As for religion, I’ve left it far behind. The still faithful erroneously think that’s because of a grudge against God. True, anger and rebellion initially caused me to examine the tenets of Catholicism, but once the cat was out of the bag there was no going back. Occasionally, protestants of various flavors tell me the problem is Catholicism, that their particular variant is more loving, more forgiving, etc. They miss the point. Nowadays, I’m no more angry at God than I am at Santa for not bringing me Christmas presents.

God, in the form of an omnipotent creator who nevertheless tinkers with his creation at the request of believers, is an insupportable idea. Once you start questioning dogma, and persist at it, this is inescapable. God was created wholly in the image of man: spiteful, loving, patronizing, generous, egomaniacal, vengeful, forgiving, take your pick; it’s all there to reinforce your decisions wherever your personal inclinations lead you.

Do I miss any of that? Rarely. The more I think about things like eternity and immortality, the more I realize we’re already there.

Non Credo

In unum deum, but that’s another story. Lots of people go on at length about the things they believe; I thought it might be useful to list all the things I have trouble believing:

• In the piety of people who spend all their time making sure we know it
• That anyone is actually made happier by all those inspirational quotes
• That when I hear the words ‘this is for your own good’ it actually is
• That corporations are benevolent and are looking after our interests
• That corporations are evil and are trying to control the world
• That we are all brainwashed except for all the people telling us we are
• That everyone who disagrees with me is stupid
• That everyone who agrees with me is smart
• That everything I believe is true
• That everything I believe is consistent with everything else I believe
• That what doesn’t kill you makes you stronger
• That it’s possible to become a billionaire honestly
• That you can be anything you want to be if you want it badly enough
• That giving money to some church will save my immortal soul
• That I have an immortal soul
• That whenever one door closes one door opens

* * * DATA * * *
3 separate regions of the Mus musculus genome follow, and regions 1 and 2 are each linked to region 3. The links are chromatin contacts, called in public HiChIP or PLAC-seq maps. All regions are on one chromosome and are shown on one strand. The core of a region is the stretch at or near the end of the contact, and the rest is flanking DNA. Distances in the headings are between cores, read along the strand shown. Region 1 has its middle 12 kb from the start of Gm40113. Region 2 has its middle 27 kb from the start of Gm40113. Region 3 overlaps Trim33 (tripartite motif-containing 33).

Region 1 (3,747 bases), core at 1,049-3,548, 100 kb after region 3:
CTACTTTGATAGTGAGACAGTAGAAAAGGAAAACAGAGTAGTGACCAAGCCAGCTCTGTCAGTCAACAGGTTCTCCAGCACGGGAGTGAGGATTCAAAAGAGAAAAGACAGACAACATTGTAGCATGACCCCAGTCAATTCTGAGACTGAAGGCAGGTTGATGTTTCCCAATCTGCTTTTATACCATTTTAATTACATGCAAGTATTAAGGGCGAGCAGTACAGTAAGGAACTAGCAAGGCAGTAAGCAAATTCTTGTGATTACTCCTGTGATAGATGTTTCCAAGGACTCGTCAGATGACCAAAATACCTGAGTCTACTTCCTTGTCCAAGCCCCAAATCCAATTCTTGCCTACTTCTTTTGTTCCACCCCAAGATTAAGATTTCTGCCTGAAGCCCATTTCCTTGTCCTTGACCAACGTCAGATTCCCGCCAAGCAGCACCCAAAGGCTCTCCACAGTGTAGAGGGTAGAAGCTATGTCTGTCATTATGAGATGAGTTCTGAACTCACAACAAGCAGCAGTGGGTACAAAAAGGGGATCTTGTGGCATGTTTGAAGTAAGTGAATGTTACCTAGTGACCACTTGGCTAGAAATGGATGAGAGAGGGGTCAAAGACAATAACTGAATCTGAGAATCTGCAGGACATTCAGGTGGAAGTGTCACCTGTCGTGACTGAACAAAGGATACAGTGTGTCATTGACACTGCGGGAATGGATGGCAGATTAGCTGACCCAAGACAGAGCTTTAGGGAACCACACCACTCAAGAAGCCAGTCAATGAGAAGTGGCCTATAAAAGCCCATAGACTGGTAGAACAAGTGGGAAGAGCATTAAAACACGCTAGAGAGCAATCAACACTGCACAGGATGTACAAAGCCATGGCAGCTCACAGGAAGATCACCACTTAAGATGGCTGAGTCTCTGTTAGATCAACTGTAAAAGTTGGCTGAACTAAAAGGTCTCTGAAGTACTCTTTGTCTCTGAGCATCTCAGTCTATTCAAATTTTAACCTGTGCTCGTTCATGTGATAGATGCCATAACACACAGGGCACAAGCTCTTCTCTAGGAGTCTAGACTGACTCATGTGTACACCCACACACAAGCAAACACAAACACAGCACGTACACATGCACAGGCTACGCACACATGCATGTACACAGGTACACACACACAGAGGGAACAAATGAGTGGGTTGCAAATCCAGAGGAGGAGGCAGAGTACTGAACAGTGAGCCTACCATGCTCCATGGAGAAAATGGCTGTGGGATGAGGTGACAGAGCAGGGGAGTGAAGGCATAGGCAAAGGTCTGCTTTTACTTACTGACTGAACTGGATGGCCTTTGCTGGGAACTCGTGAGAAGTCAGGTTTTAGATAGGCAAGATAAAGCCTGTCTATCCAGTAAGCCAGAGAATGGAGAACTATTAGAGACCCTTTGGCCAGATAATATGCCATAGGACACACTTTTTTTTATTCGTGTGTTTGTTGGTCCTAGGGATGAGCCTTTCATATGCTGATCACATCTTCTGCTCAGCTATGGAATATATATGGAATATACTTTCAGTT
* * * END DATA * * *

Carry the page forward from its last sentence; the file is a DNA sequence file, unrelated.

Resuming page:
• That poor people are just lazy
• That rich people just work harder than everyone else
• That just being yourself and ignoring what others think is a great idea
• That this list is anywhere near comprehensive

Living in the present

In these faux-buddhist  times, it’s become a true cultural meme: “Live in the present!”

It’s the fault of the beats, really, Kerouac especially, giving a Zen paint job to all the self-indulgent behavior they could muster, which was substantial.  Now we get Zen home decorating, Zen cuisine, Zen motorcycling, for Christ’s sake.  But the worst of all of it is the live-in-the-present motif, which seems to be interpreted, as often as not, as licence to reject responsibility.  You can’t fault Zen itself, which is in reality all about accepting responsibility.  Far from the hedonism spawned by everyone living “in the moment,” Zen actually teaches that desire, which motivates all this extremity, is something that we could all do without.

But let’s look at the idea of living in the present itself.  Can such a thing be done?

Not a chance.  First of all, from a purely physical point of view, it’s impossible, because by the time any information reaches our senses, it is already in the past, and from there it still takes time for us to process that information and become conscious of it.  It may only be microseconds, but it’s not the present.

But maybe we’re talking about the present as it relates to sense data already processed, and ready for use.  In this case, it doesn’t matter that the events themselves are in the past; the present we’re talking about refers to the interior present.  Can’t we live in that?